JetBlue, Delta allow passengers to use devices at takeoff
Airlines JetBlue and Delta have announced that they will be allowing passengers to use electronic devices between the departure and arrivals gates, including at takeoff, according to Bloomberg. Shortly after the FAA changed the rules governing the use of such devices in a plane, JetBlue corporate communications manager Morgan Johnson posted an image of passengers armed with smartphones to Facebook, claiming its first flight under the new policy has flown successfully.
To replace notebooks and paper-based flight bags
US airline JetBlue has announced plans to adopt iPads for in-cockpit use. Pilots will be trained on the use of three "core" apps, which will provide real-time status updates and eventually eliminate the need to carry flight bags based on laptops and paper charts and manuals. For Internet access the iPads will connect to a satellite service provided by LiveTV.
Parking capacity, flight information potential uses for headset
Airline JetBlue has created mock-ups of how Google Glass could be used for air travel. A posting on Google+ shows a how the Glass interface could show a number of important details for passengers when they are in an airport, including information relating to flights, baggage, and airport car parking facilities.
JetBlue to get ViaSat in-flight Internet
JetBlue has quietly reached a deal with ViaSat to offer what should be part of the next generation of in-flight Internet access. The two made permanent a previous memorandum of understanding that would see ViaSat provide satellite access over the fast Ka-band on all its planes. The Ka-band is claimed to be fast enough to beat a land-based system like Gogo's and would allow for "streaming movies" even while dropping the price compared to talking to cell sites on the ground.
JetBlue vows to bring Wi-Fi to planes in 2012
JetBlue has become the latest airline company to announce it will bring Wi-Fi to its fleet. The company, which flies across the US, will partner with ViaSat to install hardware that will enable broadband Internet and TV service on its 160 aircraft by the end of 2012. Before this happens, however, the FAA needs to test and approve all the gear.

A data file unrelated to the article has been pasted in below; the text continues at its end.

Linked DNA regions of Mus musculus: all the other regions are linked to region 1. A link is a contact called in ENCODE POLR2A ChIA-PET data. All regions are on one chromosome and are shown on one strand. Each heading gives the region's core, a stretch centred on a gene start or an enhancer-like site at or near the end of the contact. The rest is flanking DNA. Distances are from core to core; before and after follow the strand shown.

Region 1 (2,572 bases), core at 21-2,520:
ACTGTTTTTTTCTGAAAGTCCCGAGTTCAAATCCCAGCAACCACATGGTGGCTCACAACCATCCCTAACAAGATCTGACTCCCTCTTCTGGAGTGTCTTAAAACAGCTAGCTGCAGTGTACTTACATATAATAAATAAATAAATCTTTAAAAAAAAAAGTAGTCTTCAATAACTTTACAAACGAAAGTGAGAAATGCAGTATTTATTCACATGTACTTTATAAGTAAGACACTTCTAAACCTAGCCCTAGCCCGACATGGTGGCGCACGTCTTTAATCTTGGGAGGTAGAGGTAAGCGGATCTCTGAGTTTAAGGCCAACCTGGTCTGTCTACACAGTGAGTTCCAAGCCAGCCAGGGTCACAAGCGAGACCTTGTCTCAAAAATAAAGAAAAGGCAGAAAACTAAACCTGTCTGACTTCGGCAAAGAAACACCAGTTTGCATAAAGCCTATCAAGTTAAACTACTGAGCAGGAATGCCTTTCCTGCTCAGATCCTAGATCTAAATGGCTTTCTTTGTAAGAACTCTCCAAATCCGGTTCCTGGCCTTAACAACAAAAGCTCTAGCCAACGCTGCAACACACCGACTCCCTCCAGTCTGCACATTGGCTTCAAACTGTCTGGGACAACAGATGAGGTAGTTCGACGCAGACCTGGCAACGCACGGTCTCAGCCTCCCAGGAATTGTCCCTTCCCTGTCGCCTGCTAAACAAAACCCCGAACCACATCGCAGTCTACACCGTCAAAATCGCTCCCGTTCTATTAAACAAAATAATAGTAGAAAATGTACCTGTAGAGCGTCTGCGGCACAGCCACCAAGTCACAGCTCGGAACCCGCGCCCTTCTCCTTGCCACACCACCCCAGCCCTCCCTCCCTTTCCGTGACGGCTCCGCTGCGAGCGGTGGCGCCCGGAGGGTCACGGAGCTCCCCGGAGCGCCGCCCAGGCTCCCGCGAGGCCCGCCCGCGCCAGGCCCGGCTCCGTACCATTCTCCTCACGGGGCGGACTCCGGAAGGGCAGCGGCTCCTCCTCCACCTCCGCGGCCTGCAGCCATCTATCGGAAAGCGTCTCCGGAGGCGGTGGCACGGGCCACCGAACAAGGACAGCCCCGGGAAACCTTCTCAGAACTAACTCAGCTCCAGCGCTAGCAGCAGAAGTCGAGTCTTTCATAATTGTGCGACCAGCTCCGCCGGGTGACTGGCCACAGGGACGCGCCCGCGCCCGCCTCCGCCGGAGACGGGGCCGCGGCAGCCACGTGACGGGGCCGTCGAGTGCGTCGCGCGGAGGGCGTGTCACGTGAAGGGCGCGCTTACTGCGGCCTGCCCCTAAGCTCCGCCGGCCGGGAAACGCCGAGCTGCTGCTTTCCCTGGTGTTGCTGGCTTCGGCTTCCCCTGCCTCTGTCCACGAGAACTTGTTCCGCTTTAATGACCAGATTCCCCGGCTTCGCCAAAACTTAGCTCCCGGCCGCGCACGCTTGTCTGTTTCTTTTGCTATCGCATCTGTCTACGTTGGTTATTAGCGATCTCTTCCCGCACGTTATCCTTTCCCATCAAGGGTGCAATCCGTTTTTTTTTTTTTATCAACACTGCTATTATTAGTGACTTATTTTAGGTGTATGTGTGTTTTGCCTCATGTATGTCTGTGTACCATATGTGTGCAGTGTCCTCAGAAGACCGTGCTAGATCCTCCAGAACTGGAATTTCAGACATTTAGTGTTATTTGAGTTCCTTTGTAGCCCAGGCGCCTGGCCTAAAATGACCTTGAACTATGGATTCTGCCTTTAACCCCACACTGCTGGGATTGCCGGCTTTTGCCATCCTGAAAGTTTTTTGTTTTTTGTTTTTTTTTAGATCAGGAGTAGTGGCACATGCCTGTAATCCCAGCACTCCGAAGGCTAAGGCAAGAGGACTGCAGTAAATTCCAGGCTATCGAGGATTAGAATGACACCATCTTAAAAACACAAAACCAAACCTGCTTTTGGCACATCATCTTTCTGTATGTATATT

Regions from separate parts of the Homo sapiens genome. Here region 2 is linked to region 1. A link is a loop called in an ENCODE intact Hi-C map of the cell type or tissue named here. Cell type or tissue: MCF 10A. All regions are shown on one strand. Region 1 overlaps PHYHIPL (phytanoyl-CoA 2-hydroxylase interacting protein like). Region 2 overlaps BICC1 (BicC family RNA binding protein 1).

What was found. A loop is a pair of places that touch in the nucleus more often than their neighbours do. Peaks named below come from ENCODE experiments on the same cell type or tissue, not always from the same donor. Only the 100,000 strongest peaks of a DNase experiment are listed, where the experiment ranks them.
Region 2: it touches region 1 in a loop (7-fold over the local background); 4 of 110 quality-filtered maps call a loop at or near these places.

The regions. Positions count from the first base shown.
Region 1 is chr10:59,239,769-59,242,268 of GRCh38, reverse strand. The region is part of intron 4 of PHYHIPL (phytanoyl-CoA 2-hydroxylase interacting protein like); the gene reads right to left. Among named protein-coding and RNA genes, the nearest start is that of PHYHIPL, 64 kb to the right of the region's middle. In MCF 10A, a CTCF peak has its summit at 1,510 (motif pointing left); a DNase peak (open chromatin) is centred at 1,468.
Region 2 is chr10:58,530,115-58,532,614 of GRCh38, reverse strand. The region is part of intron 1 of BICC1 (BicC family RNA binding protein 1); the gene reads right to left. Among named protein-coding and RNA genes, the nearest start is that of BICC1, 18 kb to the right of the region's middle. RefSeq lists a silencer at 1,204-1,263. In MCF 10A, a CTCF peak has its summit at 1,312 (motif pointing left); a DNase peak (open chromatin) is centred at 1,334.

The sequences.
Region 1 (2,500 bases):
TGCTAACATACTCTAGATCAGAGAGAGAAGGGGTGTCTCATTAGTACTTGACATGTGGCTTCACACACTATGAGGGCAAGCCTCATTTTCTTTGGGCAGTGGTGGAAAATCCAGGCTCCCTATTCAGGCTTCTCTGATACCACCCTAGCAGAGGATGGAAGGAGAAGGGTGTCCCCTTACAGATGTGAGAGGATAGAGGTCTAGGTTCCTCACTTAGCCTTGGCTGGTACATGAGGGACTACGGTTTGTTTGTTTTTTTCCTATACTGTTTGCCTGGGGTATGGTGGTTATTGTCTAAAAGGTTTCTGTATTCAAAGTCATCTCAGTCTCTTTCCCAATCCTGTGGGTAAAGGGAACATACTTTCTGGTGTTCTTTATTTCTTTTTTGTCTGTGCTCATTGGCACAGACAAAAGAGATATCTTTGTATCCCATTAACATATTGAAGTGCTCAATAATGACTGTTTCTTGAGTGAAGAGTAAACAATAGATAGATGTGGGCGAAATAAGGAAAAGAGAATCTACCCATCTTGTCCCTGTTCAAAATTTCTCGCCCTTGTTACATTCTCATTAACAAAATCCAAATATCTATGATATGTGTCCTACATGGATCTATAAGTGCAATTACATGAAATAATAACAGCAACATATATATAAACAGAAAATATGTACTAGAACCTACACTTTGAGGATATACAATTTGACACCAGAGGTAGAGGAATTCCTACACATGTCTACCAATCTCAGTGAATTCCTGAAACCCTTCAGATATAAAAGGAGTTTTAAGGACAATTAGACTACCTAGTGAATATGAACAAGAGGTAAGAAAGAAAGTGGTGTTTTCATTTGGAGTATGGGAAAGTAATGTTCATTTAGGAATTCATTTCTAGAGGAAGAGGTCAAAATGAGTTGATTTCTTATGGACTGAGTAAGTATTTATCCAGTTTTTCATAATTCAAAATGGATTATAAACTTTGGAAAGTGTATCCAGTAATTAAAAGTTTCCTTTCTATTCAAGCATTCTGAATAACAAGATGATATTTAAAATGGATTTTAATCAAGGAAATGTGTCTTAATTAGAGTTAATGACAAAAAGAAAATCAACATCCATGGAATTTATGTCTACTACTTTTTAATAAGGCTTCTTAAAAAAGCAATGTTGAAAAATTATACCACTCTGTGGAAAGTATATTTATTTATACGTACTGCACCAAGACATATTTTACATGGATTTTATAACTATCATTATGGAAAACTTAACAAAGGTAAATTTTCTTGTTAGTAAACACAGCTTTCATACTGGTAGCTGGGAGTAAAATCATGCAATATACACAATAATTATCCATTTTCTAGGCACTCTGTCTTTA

Am. Air Wi-Fi testing
American Airlines will begin testing in-flight Wi-Fi technology on June 25th, a report claims. The technology is expected to debut on a round-trip flight between New York City's JFK and Los Angeles' LAX, and should it be successful, it could be quickly activated on number of other AA aircraft. Some 15 Boeing 767-200 planes are said to already have Wi-Fi installed, it just being a matter of activating the routers at will.
Continental Airlines Wi-Fi
Continental Airlines today joined a previous approach by JetBlue and said it would begin offering Wi-Fi onboard some of its aircraft. As with details revealed shortly after news of the earlier offering, the new LiveTV-backed service will provide travelers with comparatively low-bandwidth Internet features through most of a given flight. Notebooks, smartphones, and other portable devices that support e-mail and instant messaging services through RIM's BlackBerry network or Yahoo's services will be able to communicate with others on the ground.
RIM Free Wi-Fi on JetBlue
BlackBerry creator Research in Motion this afternoon announced a partnership with Yahoo to offer free Wi-Fi on JetBlue flights. The deal will provide custom Yahoo IM and mail services on both RIM's smartphones as well as on notebook PCs and will allow any device to use the service for general Internet access, including the BlackBerry's 'push' e-mail feature. Using the service will be free with a JetBlue ticket for a supporting flight; the first airplanes to deploy the short-range wireless in their cabins will run commercial flights from December 11th in trials with a full launch in several months if succesful, the airline says.